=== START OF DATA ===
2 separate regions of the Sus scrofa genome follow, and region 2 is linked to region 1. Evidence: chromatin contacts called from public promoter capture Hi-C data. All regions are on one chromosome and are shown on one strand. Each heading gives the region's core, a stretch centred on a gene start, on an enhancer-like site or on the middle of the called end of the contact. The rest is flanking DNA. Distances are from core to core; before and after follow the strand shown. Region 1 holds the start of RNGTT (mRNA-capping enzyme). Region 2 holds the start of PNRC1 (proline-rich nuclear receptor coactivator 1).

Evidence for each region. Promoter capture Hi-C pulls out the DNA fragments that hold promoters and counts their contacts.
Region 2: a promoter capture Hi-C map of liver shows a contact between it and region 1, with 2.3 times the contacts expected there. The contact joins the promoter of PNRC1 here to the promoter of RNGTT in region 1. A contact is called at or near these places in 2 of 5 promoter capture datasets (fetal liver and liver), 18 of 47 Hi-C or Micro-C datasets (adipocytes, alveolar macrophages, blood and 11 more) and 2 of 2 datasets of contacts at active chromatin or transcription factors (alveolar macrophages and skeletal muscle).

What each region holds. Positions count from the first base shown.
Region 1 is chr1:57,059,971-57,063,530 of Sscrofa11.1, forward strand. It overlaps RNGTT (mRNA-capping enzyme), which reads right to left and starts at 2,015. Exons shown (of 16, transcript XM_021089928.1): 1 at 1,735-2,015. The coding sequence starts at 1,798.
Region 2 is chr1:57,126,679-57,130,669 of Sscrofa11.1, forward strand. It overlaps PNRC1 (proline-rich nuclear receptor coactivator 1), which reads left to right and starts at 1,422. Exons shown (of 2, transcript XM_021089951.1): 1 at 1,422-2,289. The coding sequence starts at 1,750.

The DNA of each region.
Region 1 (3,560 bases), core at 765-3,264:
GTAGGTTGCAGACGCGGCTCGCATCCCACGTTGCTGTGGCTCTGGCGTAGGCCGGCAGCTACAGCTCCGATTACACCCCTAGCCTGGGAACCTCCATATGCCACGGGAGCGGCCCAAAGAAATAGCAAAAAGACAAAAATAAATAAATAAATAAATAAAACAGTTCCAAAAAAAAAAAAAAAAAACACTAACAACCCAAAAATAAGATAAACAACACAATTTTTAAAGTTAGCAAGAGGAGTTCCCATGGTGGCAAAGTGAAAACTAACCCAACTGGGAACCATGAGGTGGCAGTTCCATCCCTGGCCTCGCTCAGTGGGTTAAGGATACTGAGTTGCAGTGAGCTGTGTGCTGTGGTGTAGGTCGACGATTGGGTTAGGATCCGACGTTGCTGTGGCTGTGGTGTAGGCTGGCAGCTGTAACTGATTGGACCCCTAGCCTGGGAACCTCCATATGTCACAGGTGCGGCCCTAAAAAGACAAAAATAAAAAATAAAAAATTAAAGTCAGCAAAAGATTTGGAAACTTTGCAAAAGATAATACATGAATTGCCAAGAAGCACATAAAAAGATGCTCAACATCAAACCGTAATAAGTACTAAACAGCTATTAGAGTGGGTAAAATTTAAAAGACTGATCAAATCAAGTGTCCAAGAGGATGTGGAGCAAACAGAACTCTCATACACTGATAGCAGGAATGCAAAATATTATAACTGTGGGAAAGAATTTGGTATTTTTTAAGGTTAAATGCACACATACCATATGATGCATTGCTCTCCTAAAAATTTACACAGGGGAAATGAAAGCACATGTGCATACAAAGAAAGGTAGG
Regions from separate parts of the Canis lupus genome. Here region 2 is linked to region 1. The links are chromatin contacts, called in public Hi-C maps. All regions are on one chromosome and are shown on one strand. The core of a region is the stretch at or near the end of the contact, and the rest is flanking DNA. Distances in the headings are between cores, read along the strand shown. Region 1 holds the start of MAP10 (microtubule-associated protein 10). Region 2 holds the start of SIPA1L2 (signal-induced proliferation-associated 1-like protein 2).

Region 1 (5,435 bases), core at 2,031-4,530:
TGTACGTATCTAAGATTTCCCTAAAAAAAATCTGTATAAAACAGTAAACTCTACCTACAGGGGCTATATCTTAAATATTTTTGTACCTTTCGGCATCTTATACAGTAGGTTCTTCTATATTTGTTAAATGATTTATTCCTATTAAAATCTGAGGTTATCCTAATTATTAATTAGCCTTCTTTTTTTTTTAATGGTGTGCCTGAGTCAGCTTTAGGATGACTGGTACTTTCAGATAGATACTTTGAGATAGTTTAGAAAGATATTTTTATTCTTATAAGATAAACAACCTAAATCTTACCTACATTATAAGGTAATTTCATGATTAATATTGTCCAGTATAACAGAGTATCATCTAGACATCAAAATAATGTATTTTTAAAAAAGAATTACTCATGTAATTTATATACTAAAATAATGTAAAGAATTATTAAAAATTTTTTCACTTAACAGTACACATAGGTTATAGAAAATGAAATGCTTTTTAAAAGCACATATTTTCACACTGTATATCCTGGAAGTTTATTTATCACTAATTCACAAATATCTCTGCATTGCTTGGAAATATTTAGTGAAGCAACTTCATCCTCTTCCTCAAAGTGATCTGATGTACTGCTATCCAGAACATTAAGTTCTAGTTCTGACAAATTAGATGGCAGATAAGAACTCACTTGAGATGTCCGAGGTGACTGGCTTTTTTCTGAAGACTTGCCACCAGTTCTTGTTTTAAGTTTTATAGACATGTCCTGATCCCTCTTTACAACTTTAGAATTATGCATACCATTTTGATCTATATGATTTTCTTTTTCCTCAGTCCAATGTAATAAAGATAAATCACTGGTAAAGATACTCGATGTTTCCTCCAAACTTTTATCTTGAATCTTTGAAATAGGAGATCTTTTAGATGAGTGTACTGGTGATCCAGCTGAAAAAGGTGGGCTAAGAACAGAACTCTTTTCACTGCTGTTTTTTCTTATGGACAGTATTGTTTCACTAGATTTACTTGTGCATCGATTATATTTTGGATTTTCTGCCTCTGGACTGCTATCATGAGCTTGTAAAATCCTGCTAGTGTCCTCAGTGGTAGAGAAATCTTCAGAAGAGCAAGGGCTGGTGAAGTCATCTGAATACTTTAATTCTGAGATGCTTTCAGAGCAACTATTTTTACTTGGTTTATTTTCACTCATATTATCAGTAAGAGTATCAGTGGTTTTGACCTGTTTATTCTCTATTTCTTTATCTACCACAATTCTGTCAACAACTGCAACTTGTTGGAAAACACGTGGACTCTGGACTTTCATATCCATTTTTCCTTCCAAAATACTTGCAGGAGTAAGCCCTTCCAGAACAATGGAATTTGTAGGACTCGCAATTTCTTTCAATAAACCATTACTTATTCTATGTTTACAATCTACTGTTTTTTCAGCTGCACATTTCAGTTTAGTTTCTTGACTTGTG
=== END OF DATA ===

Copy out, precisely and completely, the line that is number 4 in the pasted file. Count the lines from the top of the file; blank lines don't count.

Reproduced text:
What each region holds. Positions count from the first base shown.